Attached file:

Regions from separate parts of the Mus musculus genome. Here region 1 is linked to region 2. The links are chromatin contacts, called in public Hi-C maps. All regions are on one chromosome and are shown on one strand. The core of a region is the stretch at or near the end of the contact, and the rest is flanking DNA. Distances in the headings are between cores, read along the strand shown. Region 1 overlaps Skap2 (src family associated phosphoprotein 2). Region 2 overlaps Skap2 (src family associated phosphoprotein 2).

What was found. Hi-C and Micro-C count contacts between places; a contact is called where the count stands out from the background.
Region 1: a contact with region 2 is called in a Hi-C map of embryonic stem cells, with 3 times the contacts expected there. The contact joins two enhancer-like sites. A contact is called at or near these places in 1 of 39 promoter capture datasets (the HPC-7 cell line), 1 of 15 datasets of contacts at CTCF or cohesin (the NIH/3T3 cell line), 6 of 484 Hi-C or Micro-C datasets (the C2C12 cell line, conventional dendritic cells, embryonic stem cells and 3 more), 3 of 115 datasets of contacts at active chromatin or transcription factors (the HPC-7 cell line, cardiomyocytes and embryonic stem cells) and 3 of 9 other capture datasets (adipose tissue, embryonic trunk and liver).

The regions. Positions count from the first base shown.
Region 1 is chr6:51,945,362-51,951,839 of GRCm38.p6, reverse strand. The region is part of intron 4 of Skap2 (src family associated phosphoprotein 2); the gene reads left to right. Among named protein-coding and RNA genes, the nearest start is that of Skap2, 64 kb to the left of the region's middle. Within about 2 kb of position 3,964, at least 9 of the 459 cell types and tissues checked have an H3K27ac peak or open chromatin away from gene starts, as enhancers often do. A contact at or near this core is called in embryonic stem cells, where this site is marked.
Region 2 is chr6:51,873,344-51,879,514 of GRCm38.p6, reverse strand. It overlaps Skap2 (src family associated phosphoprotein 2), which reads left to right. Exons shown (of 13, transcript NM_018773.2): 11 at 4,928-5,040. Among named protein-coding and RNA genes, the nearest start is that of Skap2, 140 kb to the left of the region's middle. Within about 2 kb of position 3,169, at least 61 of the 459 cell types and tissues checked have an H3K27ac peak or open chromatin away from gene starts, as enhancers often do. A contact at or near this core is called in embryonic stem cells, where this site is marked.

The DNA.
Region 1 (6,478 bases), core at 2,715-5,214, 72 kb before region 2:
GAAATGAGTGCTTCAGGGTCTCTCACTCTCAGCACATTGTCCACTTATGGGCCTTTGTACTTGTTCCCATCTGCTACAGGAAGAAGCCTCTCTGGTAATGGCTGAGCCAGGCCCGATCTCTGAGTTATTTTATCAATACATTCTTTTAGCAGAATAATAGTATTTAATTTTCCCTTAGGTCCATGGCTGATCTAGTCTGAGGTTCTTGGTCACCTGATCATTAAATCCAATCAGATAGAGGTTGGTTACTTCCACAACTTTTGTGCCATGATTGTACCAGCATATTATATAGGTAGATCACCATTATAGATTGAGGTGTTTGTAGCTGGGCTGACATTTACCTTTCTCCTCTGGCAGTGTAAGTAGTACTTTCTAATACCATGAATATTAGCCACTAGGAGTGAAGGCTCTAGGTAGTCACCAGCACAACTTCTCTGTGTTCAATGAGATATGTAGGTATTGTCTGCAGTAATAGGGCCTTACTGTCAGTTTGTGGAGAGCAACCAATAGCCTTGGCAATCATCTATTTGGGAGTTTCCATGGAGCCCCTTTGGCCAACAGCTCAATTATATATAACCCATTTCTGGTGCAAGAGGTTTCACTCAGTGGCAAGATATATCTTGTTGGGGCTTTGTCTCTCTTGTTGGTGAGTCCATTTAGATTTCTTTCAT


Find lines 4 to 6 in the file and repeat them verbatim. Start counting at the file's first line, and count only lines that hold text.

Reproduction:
The regions. Positions count from the first base shown.
Region 1 is chr6:51,945,362-51,951,839 of GRCm38.p6, reverse strand. The region is part of intron 4 of Skap2 (src family associated phosphoprotein 2); the gene reads left to right. Among named protein-coding and RNA genes, the nearest start is that of Skap2, 64 kb to the left of the region's middle. Within about 2 kb of position 3,964, at least 9 of the 459 cell types and tissues checked have an H3K27ac peak or open chromatin away from gene starts, as enhancers often do. A contact at or near this core is called in embryonic stem cells, where this site is marked.
Region 2 is chr6:51,873,344-51,879,514 of GRCm38.p6, reverse strand. It overlaps Skap2 (src family associated phosphoprotein 2), which reads left to right. Exons shown (of 13, transcript NM_018773.2): 11 at 4,928-5,040. Among named protein-coding and RNA genes, the nearest start is that of Skap2, 140 kb to the left of the region's middle. Within about 2 kb of position 3,169, at least 61 of the 459 cell types and tissues checked have an H3K27ac peak or open chromatin away from gene starts, as enhancers often do. A contact at or near this core is called in embryonic stem cells, where this site is marked.